Some likely trends within uncertainties
2016 was a year of politics: From Brexit to Trump, we have seen enough. Trump has challenged the status quo through his comments on many issues related to China, including declaring China as a currency manipulator, imposing a 45% tariffs on imports from China, and questioning the One China principle. While uncertainty on Trump’s actions is huge, here are some likely trends regarding China-U.S. economic relations.
Trade protectionism in the air
While Trump will still face resistance in creating cohesiveness within the Republican-controlled congress, his team is likely to take a stronger stance in trade protectionism. This includes adopting a tougher China policy, a narrative that has called for labeling China as a currency manipulator and slapping 45% tariffs on China’s exports.
What can the U.S. do in the short run? Firstly, the U.S. government will file more cases to World Trade Organization (WTO) on anti-dumping and subsidies. Ongoing cases on steel and aluminum exports have been filed along with a hesitation in granting China the Market Economy Status (MES), which would restrict anti-dumping measures. This will probably come with more warnings on more general measures related to currency manipulation. The latter, however, will not be easy to execute, but it serves well as a threatening tool. There is no solid consequence of China being labeled a currency manipulator on paper.
In addition, existing negotiations for bilateral agreements will enter a deadlock, if not fully abandoned. On foreign direct investment, the longstanding negotiations for a bilateral investment agreement between the U.S. and China are doomed to fail. A question mark will be put not only on NAFTA, but also on the Trans-Pacific Partnership (TPP) and the Transatlantic Trade and Investment Partnership (TTIP).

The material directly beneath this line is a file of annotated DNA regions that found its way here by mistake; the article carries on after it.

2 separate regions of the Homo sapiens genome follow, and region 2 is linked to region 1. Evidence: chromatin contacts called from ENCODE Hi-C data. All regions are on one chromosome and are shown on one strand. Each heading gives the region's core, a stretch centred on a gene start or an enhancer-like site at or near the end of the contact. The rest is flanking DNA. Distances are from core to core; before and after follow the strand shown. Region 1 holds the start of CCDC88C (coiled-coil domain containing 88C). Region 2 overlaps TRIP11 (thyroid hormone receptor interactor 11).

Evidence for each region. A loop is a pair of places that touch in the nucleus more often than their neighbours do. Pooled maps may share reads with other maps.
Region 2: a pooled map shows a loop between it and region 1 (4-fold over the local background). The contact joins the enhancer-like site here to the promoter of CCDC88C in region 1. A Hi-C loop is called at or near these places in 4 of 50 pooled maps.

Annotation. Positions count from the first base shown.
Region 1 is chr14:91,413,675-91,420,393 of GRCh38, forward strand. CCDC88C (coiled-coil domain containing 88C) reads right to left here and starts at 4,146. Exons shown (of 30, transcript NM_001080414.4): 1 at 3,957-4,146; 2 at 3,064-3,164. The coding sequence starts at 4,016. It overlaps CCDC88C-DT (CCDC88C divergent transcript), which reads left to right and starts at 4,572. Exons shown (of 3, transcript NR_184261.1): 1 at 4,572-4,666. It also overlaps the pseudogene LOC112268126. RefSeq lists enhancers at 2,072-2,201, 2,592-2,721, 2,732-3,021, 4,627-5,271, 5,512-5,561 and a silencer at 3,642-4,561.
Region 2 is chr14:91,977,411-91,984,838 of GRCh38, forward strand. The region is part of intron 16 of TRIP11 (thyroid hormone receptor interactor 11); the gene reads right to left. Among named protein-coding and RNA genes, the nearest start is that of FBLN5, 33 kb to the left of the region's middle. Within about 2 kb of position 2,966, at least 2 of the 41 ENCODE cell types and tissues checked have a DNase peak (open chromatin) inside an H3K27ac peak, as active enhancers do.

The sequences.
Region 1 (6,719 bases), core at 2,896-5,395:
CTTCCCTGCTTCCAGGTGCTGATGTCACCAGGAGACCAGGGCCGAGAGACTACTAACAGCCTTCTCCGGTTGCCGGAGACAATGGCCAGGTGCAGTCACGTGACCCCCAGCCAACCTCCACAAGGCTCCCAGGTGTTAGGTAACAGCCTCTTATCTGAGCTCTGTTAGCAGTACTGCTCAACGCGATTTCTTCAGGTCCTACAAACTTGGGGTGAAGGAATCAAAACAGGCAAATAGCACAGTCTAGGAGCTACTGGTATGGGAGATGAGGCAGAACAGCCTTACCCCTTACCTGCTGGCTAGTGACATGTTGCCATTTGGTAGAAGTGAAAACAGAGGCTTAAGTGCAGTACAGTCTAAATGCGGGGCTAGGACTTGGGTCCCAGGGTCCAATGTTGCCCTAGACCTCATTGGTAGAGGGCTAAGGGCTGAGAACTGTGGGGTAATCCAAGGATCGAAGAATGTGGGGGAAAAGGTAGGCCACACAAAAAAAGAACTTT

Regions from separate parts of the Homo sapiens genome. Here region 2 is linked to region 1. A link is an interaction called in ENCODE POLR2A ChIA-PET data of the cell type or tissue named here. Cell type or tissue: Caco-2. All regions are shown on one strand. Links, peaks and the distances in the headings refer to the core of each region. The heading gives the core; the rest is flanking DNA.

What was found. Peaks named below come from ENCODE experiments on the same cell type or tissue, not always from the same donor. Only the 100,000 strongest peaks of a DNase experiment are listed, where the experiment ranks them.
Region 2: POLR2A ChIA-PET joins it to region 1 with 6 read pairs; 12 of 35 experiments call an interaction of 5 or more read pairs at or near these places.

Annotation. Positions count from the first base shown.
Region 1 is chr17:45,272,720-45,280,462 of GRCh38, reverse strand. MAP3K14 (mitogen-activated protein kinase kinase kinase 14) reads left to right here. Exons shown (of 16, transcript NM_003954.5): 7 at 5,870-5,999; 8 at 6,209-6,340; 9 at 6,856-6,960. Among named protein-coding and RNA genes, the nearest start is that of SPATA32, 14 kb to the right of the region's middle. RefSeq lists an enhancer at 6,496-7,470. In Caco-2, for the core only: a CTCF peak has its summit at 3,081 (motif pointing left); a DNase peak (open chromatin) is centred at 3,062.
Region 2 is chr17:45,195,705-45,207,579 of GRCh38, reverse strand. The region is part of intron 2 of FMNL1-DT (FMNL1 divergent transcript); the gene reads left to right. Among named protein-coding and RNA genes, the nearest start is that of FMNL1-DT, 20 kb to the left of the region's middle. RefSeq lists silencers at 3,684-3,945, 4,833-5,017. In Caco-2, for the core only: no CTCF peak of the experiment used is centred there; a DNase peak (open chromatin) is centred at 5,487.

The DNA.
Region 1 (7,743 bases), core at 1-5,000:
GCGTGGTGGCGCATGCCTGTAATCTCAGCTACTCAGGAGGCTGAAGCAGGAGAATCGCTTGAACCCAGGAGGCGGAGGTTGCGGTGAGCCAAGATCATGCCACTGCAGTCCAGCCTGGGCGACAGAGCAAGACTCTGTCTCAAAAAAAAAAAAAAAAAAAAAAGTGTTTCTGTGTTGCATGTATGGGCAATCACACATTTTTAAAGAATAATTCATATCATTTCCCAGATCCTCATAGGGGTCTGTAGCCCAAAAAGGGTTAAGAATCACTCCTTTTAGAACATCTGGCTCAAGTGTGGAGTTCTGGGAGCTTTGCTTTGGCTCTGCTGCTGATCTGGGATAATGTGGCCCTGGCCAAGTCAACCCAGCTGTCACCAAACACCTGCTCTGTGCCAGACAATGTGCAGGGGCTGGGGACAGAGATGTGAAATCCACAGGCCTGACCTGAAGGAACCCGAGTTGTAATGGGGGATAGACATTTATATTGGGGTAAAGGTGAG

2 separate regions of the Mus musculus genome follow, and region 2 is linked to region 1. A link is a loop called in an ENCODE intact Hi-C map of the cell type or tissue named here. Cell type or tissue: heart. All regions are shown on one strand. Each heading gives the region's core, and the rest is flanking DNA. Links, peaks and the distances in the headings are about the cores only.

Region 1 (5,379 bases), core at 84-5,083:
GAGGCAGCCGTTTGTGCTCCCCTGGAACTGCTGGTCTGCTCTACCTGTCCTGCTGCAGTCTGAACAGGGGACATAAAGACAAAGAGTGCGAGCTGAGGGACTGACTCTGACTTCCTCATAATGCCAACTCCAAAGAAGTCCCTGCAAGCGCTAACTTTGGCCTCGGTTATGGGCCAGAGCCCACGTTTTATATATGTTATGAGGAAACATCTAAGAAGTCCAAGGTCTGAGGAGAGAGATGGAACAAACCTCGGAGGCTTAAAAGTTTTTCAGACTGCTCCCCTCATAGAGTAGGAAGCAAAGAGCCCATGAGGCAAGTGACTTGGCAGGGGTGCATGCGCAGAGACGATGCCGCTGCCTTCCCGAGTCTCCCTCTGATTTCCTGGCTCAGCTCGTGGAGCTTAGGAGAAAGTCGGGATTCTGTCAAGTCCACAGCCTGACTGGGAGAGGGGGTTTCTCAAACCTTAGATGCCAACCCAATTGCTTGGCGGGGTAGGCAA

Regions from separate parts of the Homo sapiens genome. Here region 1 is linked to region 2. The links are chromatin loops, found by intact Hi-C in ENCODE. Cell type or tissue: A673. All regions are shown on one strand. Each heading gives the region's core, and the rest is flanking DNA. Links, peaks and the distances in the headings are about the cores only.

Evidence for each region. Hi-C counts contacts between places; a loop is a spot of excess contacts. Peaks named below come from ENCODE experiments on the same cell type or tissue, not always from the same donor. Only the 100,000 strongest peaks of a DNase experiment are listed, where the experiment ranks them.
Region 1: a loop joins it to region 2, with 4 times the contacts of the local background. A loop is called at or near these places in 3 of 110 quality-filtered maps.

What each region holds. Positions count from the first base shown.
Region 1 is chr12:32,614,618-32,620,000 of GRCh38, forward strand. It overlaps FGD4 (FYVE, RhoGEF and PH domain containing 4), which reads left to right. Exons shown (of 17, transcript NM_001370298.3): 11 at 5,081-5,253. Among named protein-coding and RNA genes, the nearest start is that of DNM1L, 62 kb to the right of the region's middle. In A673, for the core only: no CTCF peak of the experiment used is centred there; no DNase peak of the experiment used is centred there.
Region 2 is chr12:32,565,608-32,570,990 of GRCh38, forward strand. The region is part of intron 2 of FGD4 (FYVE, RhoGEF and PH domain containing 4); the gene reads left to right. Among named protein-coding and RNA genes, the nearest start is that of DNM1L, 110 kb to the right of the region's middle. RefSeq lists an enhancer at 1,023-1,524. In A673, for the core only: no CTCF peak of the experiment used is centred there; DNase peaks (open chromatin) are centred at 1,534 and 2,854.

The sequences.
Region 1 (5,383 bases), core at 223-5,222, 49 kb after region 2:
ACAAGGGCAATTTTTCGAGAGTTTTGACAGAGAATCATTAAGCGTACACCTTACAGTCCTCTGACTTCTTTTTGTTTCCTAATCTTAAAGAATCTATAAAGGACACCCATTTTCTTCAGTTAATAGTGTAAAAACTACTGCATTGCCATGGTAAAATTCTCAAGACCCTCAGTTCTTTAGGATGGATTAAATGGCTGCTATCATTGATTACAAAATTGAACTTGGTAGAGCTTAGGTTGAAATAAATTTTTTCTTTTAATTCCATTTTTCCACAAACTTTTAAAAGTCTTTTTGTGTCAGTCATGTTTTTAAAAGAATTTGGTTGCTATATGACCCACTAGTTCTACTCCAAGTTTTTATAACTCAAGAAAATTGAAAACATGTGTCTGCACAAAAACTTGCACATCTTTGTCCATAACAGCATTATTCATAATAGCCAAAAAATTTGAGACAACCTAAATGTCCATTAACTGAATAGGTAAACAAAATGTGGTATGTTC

Potential investment in the U.S. from repatriation and tax reform
While the total amount of earnings that could be repatriated is uncertain, it is still significant. In this case, everything would depend on the amounts that have been reinvested by companies and the amounts still held in cash. As for China, it means it could worsen the capital outflow problem, which was already a major issue last year. On the other hand, large corporations have promised investment in the U.S. under Trump’s “out-of-the box” approach, for example, Softbank, General Motors, and Hyundai.
U.S. and China: interlaced and complicated
The relationship between the U.S. and China has so far been mutually beneficial despite disputes in some areas. The U.S. has been enjoying low cost products from China since 2001. However, labor cost has increased and discontent over patents and market openness in China has been a continued point of tension. At the same time, China has also become the largest consumer market in the world with a rising middle class, which is important to American corporates, especially semiconductor, aviation and agricultural products.
While the outcome is uncertain, it is clear that Trump’s attempt to shake up current bilateral relations between the two superpowers will be a key theme for 2017 globally. We expect that China will take a wait-and-see approach, especially in front of the 19th National Congress of the CPC later this year. However, as the U.S. shies away from multilateral or regional trade agreements, such as TPP, China will quickly fill the space. Regional trade agreements within Asia, such as Regional Comprehensive Economic Partnerships (RCEP), will be the platform for China’s trade vision.